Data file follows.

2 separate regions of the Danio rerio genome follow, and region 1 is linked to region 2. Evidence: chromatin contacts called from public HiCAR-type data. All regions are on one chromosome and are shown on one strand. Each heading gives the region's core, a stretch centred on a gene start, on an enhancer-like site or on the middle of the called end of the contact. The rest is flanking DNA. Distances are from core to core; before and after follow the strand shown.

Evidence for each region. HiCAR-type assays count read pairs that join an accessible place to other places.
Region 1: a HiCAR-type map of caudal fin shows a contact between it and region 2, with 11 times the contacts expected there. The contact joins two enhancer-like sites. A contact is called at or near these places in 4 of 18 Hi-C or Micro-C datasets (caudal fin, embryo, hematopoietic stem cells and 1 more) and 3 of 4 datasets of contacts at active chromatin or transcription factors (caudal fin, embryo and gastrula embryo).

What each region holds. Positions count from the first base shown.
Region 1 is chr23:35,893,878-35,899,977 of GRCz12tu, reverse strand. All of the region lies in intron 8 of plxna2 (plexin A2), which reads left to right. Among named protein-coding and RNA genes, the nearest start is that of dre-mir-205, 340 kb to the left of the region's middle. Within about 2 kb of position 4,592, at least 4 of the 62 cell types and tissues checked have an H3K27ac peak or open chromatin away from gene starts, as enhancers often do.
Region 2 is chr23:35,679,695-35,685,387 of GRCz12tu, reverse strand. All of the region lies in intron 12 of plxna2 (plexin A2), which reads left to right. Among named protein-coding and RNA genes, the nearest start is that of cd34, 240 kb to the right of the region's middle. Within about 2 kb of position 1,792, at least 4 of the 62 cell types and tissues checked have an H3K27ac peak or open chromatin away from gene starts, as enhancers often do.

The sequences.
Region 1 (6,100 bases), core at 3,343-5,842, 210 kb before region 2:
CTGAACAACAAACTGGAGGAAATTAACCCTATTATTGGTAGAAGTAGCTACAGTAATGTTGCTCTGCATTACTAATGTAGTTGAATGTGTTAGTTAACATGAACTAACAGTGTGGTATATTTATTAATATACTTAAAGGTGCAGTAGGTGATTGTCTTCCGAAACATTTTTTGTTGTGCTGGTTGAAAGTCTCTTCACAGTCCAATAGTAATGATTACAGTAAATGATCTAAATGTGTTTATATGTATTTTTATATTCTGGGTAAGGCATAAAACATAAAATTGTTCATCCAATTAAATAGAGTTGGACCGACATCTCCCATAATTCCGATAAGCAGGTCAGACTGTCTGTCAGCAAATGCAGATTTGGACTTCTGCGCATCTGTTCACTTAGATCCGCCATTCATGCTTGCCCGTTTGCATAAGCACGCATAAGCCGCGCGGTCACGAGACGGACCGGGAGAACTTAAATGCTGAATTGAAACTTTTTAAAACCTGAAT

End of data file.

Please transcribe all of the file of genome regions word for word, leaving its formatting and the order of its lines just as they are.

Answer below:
2 separate regions of the Danio rerio genome follow, and region 1 is linked to region 2. Evidence: chromatin contacts called from public HiCAR-type data. All regions are on one chromosome and are shown on one strand. Each heading gives the region's core, a stretch centred on a gene start, on an enhancer-like site or on the middle of the called end of the contact. The rest is flanking DNA. Distances are from core to core; before and after follow the strand shown.

Evidence for each region. HiCAR-type assays count read pairs that join an accessible place to other places.
Region 1: a HiCAR-type map of caudal fin shows a contact between it and region 2, with 11 times the contacts expected there. The contact joins two enhancer-like sites. A contact is called at or near these places in 4 of 18 Hi-C or Micro-C datasets (caudal fin, embryo, hematopoietic stem cells and 1 more) and 3 of 4 datasets of contacts at active chromatin or transcription factors (caudal fin, embryo and gastrula embryo).

What each region holds. Positions count from the first base shown.
Region 1 is chr23:35,893,878-35,899,977 of GRCz12tu, reverse strand. All of the region lies in intron 8 of plxna2 (plexin A2), which reads left to right. Among named protein-coding and RNA genes, the nearest start is that of dre-mir-205, 340 kb to the left of the region's middle. Within about 2 kb of position 4,592, at least 4 of the 62 cell types and tissues checked have an H3K27ac peak or open chromatin away from gene starts, as enhancers often do.
Region 2 is chr23:35,679,695-35,685,387 of GRCz12tu, reverse strand. All of the region lies in intron 12 of plxna2 (plexin A2), which reads left to right. Among named protein-coding and RNA genes, the nearest start is that of cd34, 240 kb to the right of the region's middle. Within about 2 kb of position 1,792, at least 4 of the 62 cell types and tissues checked have an H3K27ac peak or open chromatin away from gene starts, as enhancers often do.

The sequences.
Region 1 (6,100 bases), core at 3,343-5,842, 210 kb before region 2:
CTGAACAACAAACTGGAGGAAATTAACCCTATTATTGGTAGAAGTAGCTACAGTAATGTTGCTCTGCATTACTAATGTAGTTGAATGTGTTAGTTAACATGAACTAACAGTGTGGTATATTTATTAATATACTTAAAGGTGCAGTAGGTGATTGTCTTCCGAAACATTTTTTGTTGTGCTGGTTGAAAGTCTCTTCACAGTCCAATAGTAATGATTACAGTAAATGATCTAAATGTGTTTATATGTATTTTTATATTCTGGGTAAGGCATAAAACATAAAATTGTTCATCCAATTAAATAGAGTTGGACCGACATCTCCCATAATTCCGATAAGCAGGTCAGACTGTCTGTCAGCAAATGCAGATTTGGACTTCTGCGCATCTGTTCACTTAGATCCGCCATTCATGCTTGCCCGTTTGCATAAGCACGCATAAGCCGCGCGGTCACGAGACGGACCGGGAGAACTTAAATGCTGAATTGAAACTTTTTAAAACCTGAAT